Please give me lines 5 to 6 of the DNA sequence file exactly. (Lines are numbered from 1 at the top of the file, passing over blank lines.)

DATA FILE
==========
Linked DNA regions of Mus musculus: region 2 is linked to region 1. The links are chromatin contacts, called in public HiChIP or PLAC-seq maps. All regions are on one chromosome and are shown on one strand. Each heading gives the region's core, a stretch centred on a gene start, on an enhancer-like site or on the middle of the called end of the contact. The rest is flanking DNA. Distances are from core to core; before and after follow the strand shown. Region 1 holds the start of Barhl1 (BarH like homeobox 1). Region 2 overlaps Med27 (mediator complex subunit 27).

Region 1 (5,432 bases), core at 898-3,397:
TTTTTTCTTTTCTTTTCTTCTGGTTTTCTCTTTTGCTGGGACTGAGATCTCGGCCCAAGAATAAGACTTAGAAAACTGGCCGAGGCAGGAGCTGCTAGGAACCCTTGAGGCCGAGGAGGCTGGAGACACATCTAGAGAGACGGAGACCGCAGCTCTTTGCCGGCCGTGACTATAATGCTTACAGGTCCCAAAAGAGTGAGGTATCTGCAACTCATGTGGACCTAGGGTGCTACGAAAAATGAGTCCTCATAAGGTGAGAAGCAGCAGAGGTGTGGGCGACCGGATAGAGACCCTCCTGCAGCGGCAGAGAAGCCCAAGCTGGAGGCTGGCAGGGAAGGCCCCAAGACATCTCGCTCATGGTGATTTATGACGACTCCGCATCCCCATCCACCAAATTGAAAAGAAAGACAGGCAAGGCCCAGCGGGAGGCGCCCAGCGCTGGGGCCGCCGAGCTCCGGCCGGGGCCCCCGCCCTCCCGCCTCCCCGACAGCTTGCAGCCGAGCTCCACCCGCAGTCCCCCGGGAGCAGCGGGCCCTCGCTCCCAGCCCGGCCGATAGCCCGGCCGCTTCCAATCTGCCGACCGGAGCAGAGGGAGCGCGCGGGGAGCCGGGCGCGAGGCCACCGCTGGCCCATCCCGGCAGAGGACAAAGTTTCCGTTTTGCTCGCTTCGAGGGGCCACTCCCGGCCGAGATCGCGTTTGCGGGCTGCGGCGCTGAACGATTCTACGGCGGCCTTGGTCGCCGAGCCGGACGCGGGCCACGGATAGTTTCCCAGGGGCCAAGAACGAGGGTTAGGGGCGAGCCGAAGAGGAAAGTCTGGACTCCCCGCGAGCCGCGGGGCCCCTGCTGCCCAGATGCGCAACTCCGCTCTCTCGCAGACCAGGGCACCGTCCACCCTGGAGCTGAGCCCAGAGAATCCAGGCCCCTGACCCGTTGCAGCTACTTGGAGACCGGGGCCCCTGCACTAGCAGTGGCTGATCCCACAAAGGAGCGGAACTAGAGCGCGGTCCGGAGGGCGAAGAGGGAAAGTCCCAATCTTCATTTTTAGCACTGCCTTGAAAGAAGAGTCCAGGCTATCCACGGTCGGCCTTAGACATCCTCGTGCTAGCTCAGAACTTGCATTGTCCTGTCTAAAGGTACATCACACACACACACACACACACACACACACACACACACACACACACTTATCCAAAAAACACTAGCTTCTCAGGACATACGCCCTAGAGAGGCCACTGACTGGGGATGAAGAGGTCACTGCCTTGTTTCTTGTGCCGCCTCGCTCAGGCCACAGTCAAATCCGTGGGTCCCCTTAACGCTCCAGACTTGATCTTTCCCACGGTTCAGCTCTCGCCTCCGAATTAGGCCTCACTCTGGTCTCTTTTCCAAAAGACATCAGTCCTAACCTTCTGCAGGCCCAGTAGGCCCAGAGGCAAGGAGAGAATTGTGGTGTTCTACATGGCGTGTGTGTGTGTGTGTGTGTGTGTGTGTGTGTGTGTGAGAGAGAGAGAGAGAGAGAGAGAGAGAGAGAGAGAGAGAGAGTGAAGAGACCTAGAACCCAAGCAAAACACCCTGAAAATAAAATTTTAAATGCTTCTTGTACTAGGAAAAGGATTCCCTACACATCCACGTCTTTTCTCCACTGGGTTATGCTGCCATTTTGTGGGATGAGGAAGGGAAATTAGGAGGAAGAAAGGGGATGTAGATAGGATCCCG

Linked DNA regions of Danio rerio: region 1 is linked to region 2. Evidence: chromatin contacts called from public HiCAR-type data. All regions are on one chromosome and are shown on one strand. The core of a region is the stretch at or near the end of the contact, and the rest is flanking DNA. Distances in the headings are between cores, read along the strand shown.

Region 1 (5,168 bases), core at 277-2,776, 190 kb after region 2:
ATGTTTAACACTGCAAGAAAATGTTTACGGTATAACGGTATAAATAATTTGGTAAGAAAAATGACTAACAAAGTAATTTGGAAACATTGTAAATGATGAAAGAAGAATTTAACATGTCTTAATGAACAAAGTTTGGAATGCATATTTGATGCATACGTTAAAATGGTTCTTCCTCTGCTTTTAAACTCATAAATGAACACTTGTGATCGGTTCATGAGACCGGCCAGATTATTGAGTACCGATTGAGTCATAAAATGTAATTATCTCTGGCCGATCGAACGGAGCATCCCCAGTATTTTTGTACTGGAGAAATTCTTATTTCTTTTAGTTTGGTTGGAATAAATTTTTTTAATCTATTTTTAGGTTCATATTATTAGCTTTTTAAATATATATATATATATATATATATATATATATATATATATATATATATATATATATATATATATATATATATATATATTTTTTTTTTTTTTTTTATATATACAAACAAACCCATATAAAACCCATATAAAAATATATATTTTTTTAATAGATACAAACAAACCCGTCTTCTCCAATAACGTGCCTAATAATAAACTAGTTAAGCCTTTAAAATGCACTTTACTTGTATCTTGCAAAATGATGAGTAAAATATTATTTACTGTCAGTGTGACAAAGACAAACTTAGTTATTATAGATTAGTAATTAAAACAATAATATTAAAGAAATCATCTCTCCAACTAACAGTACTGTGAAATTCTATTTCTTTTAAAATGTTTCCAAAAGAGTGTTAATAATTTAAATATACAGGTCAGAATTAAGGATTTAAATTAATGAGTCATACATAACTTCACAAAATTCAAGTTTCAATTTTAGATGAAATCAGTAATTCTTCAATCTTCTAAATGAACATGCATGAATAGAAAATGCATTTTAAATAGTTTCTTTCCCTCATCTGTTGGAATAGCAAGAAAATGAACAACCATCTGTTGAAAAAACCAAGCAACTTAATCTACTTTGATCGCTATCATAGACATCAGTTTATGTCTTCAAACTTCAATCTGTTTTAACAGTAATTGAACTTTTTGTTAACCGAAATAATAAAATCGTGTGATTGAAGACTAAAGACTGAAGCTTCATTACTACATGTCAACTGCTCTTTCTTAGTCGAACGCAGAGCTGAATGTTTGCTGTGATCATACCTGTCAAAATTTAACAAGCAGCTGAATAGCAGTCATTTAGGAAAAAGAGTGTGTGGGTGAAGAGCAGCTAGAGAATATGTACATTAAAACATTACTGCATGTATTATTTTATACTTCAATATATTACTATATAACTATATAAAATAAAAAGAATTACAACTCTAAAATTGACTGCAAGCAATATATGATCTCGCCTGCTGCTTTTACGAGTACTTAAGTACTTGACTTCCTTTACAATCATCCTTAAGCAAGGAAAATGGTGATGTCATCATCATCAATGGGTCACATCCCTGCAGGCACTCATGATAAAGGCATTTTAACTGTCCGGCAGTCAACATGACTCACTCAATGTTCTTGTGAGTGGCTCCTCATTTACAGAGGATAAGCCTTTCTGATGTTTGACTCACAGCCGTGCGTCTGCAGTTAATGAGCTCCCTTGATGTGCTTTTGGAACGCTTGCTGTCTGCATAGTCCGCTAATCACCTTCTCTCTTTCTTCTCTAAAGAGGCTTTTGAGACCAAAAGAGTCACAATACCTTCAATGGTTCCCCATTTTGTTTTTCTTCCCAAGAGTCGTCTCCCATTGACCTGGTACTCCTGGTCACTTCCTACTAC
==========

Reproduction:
Region 1 (5,168 bases), core at 277-2,776, 190 kb after region 2:
ATGTTTAACACTGCAAGAAAATGTTTACGGTATAACGGTATAAATAATTTGGTAAGAAAAATGACTAACAAAGTAATTTGGAAACATTGTAAATGATGAAAGAAGAATTTAACATGTCTTAATGAACAAAGTTTGGAATGCATATTTGATGCATACGTTAAAATGGTTCTTCCTCTGCTTTTAAACTCATAAATGAACACTTGTGATCGGTTCATGAGACCGGCCAGATTATTGAGTACCGATTGAGTCATAAAATGTAATTATCTCTGGCCGATCGAACGGAGCATCCCCAGTATTTTTGTACTGGAGAAATTCTTATTTCTTTTAGTTTGGTTGGAATAAATTTTTTTAATCTATTTTTAGGTTCATATTATTAGCTTTTTAAATATATATATATATATATATATATATATATATATATATATATATATATATATATATATATATATATATATATATATATTTTTTTTTTTTTTTTTATATATACAAACAAACCCATATAAAACCCATATAAAAATATATATTTTTTTAATAGATACAAACAAACCCGTCTTCTCCAATAACGTGCCTAATAATAAACTAGTTAAGCCTTTAAAATGCACTTTACTTGTATCTTGCAAAATGATGAGTAAAATATTATTTACTGTCAGTGTGACAAAGACAAACTTAGTTATTATAGATTAGTAATTAAAACAATAATATTAAAGAAATCATCTCTCCAACTAACAGTACTGTGAAATTCTATTTCTTTTAAAATGTTTCCAAAAGAGTGTTAATAATTTAAATATACAGGTCAGAATTAAGGATTTAAATTAATGAGTCATACATAACTTCACAAAATTCAAGTTTCAATTTTAGATGAAATCAGTAATTCTTCAATCTTCTAAATGAACATGCATGAATAGAAAATGCATTTTAAATAGTTTCTTTCCCTCATCTGTTGGAATAGCAAGAAAATGAACAACCATCTGTTGAAAAAACCAAGCAACTTAATCTACTTTGATCGCTATCATAGACATCAGTTTATGTCTTCAAACTTCAATCTGTTTTAACAGTAATTGAACTTTTTGTTAACCGAAATAATAAAATCGTGTGATTGAAGACTAAAGACTGAAGCTTCATTACTACATGTCAACTGCTCTTTCTTAGTCGAACGCAGAGCTGAATGTTTGCTGTGATCATACCTGTCAAAATTTAACAAGCAGCTGAATAGCAGTCATTTAGGAAAAAGAGTGTGTGGGTGAAGAGCAGCTAGAGAATATGTACATTAAAACATTACTGCATGTATTATTTTATACTTCAATATATTACTATATAACTATATAAAATAAAAAGAATTACAACTCTAAAATTGACTGCAAGCAATATATGATCTCGCCTGCTGCTTTTACGAGTACTTAAGTACTTGACTTCCTTTACAATCATCCTTAAGCAAGGAAAATGGTGATGTCATCATCATCAATGGGTCACATCCCTGCAGGCACTCATGATAAAGGCATTTTAACTGTCCGGCAGTCAACATGACTCACTCAATGTTCTTGTGAGTGGCTCCTCATTTACAGAGGATAAGCCTTTCTGATGTTTGACTCACAGCCGTGCGTCTGCAGTTAATGAGCTCCCTTGATGTGCTTTTGGAACGCTTGCTGTCTGCATAGTCCGCTAATCACCTTCTCTCTTTCTTCTCTAAAGAGGCTTTTGAGACCAAAAGAGTCACAATACCTTCAATGGTTCCCCATTTTGTTTTTCTTCCCAAGAGTCGTCTCCCATTGACCTGGTACTCCTGGTCACTTCCTACTAC